As employers take greater ownership of the skills agenda, it’s important to remember the qualifications of apprentices remain relevant to the sector — not just their boss’s immediate workplace needs, says Scott Waddington.
Privately-educated pupils have been warned by Girls’ School Association president Hilary French they can no longer afford to be ‘sniffy’ about apprenticeships, while MI5 and MI6 are set to recruit up to 100 apprentices in the coming year.
Chancellor George Osborne also declared recently that 20,000 new apprenticeships were to be funded over the course of the next year, and as a whole the public perception of apprenticeships has been cast in a whole new light.
At government level there has never been a greater focus on increasing the number, range and quality of apprenticeships on offer, and young talent in the UK is becoming increasingly attracted to vocational.
So as its popularity continues to rise, can the apprenticeship truly begin to rival its academic counterparts?
Industry chiefs have long maintained vocational qualifications can help address those challenges currently faced by the UK economy, and we do seem to be witnessing the first shift in perceptions required to make this a reality.
Ever more employers and educationalists are recognising the merits vocational qualifications can bring to both the organisation and the individual, while statements like those from Girls’ School Association President Ms French would support the notion that this is beginning to play out at grass roots level too.
Might this restrict the scope of the training and in turn the ability of the trainee to work elsewhere in their field, should they wish to?
As more and more prestigious organisations including GCHQ look to vocational pathways to fulfil their own skills gaps, both now and in the future, the profile of apprenticeships is no doubt set to rise further in 2014 and beyond as a result.
This is partly due to the ongoing drive to create greater investment incentives in apprenticeship training from the employer’s perspective, and MI5 will surely be great ambassadors in encouraging others to engage in similar schemes.
But there is another factor that must be taken into account during the transition, and that is the need for ongoing collaboration between employers and government to ensure the quality of training is maintained throughout this process.
Employers and training providers alike must make sure qualifications remain rigorous and comprehensive in relation to the learner’s chosen field, and are not there simply to meet the particular requirements of a candidate’s employer.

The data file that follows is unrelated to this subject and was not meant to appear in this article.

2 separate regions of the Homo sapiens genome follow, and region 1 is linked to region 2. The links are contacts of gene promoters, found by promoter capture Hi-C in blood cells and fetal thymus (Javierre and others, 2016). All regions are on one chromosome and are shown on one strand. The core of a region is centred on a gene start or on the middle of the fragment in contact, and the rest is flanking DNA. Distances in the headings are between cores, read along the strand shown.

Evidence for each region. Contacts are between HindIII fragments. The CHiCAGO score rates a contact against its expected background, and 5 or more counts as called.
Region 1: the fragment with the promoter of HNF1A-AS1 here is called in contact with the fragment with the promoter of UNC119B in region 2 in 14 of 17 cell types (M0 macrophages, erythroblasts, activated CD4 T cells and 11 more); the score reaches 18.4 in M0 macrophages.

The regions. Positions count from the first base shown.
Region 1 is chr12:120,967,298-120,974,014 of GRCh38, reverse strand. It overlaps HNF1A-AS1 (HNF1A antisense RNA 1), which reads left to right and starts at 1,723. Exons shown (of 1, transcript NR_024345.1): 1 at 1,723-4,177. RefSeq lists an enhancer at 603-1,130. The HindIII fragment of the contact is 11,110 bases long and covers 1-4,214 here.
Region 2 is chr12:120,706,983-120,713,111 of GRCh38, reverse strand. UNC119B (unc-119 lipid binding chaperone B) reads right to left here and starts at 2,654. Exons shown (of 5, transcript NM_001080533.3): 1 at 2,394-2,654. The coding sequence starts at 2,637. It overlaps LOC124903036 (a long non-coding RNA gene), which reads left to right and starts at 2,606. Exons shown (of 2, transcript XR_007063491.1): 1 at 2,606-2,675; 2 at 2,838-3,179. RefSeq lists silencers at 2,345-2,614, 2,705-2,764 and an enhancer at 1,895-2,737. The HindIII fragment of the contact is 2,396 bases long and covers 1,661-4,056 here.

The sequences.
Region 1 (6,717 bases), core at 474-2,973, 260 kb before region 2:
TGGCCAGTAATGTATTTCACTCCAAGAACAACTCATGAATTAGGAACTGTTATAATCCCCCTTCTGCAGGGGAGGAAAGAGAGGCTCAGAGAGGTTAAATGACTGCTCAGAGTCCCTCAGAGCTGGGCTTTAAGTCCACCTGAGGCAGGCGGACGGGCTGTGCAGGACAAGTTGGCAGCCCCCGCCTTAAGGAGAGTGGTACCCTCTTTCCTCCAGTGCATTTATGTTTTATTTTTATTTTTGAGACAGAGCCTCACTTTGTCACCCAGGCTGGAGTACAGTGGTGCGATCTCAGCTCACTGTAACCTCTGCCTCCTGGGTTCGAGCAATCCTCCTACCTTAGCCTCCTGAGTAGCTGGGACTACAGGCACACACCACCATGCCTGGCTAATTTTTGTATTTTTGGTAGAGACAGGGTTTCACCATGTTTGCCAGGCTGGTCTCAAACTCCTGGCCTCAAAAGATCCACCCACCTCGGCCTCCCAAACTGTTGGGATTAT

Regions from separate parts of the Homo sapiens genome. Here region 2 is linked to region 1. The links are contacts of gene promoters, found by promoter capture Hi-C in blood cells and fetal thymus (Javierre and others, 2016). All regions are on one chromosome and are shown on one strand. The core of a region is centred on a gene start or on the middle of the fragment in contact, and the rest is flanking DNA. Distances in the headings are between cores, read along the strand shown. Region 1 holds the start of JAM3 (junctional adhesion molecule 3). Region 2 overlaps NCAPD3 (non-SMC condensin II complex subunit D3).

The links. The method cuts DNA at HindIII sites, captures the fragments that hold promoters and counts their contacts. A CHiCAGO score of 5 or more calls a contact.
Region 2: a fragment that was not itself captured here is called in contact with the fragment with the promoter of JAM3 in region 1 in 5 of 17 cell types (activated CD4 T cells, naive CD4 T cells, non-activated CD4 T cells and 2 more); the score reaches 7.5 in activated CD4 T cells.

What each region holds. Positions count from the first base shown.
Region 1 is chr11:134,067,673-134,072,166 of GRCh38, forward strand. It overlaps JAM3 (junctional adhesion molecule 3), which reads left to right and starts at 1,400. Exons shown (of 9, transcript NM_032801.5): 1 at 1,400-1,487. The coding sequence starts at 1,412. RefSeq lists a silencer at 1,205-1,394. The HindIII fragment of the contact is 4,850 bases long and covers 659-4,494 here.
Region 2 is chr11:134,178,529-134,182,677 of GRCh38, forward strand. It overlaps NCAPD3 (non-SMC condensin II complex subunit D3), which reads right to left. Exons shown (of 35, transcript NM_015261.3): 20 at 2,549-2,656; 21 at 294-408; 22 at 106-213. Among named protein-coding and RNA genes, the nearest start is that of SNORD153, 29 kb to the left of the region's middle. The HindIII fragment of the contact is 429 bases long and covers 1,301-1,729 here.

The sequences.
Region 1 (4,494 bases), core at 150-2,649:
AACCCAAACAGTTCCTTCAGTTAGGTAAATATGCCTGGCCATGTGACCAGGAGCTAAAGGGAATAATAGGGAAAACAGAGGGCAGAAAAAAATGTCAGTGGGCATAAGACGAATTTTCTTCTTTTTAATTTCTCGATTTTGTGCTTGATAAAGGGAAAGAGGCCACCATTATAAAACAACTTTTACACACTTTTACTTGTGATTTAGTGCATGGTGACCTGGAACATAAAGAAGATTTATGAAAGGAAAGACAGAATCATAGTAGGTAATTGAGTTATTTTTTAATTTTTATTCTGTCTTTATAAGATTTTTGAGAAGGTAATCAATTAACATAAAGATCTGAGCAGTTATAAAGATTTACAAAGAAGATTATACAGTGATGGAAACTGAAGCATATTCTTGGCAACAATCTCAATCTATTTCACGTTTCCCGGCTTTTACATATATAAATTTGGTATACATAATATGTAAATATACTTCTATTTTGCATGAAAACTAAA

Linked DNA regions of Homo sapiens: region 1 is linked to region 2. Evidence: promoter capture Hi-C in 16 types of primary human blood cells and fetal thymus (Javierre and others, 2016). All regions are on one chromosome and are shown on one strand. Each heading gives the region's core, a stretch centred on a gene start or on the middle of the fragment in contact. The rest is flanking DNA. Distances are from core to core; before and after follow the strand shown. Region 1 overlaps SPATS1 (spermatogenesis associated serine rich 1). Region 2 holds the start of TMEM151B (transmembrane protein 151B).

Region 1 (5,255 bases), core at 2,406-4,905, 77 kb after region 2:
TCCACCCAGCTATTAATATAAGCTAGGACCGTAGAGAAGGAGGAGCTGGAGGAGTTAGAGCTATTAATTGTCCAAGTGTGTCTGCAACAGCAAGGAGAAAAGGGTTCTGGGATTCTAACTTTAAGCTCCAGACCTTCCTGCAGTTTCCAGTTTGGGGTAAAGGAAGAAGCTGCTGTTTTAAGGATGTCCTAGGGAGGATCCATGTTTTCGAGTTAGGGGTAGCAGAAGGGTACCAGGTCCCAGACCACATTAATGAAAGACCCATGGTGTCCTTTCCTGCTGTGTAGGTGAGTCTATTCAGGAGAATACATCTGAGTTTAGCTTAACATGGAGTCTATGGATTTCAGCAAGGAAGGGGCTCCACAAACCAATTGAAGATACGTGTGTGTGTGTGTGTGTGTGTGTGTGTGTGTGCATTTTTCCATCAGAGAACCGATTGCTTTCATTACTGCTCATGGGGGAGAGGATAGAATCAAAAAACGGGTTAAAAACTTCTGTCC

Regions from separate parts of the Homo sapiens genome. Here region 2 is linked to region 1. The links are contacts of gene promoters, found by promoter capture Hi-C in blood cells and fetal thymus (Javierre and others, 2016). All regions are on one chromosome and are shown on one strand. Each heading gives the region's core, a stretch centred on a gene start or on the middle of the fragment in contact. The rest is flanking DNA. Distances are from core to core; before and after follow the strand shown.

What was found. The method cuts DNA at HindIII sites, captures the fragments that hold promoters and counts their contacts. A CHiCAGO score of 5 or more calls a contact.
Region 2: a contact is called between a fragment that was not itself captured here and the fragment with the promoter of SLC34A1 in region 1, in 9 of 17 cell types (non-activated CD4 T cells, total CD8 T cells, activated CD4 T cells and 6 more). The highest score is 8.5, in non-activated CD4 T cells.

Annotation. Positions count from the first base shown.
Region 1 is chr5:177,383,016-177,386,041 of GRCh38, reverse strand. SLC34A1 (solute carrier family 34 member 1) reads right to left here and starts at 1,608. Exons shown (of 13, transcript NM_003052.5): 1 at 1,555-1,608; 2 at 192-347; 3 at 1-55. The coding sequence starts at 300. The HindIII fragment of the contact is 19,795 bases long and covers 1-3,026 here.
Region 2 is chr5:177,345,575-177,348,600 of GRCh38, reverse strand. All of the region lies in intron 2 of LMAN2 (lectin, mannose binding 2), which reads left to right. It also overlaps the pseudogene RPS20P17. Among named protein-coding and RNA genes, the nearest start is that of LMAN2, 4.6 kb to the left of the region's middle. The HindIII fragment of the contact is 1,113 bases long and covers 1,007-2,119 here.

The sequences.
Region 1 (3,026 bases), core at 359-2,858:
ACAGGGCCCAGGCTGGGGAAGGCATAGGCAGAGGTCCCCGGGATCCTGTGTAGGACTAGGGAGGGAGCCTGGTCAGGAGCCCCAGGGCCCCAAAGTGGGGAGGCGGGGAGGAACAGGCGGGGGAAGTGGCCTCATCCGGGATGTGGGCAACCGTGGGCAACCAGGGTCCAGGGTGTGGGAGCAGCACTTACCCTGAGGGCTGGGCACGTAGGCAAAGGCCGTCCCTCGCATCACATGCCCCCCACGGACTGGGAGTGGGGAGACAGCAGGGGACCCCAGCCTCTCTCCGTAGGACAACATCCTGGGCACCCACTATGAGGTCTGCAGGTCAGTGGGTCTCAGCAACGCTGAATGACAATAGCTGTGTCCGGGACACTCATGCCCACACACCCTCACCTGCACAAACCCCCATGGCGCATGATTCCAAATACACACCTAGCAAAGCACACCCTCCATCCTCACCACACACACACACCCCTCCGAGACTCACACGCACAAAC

As the popularity of alternative apprenticeship formats increases, this must not get lost in the transition.
If the sole focus is on the company involved, might this restrict the scope of the training and in turn the ability of the trainee to work elsewhere in their field, should they wish to?
Apprenticeships must indeed be held in higher esteem and preserving their quality and scope will prove essential if we are to build on the prestige created in association with the likes of GCHQ.
A balanced and continuous exchange between employer and training provider can only support the rising profile of apprenticeships further and support parity of regard between vocational and academic qualifications moving forward.
In Wales, this is achieved through the stringent regulation of providers operating collaboratively to ensure qualifications available are both industry relevant, and provide young people with as comprehensive and wide a skillset as possible.
The UK Commission’s 2012 Employer Perspectives Survey shows us that employers in Wales have the highest uptake of vocational qualifications out of all the four home nations, but there is no room for complacency yet.
The expansion of opportunities for employers to recruit young people through apprenticeships is indeed transforming the way in which businesses are acquiring and developing the skills they need.
This must, however, be supported by a collaborative approach and a unified mindset — both from the employer’s and the learner’s perspective.
Scott Waddington, Wales commissioner for UK Commission for Employment and Skills, and chief executive of SA Brain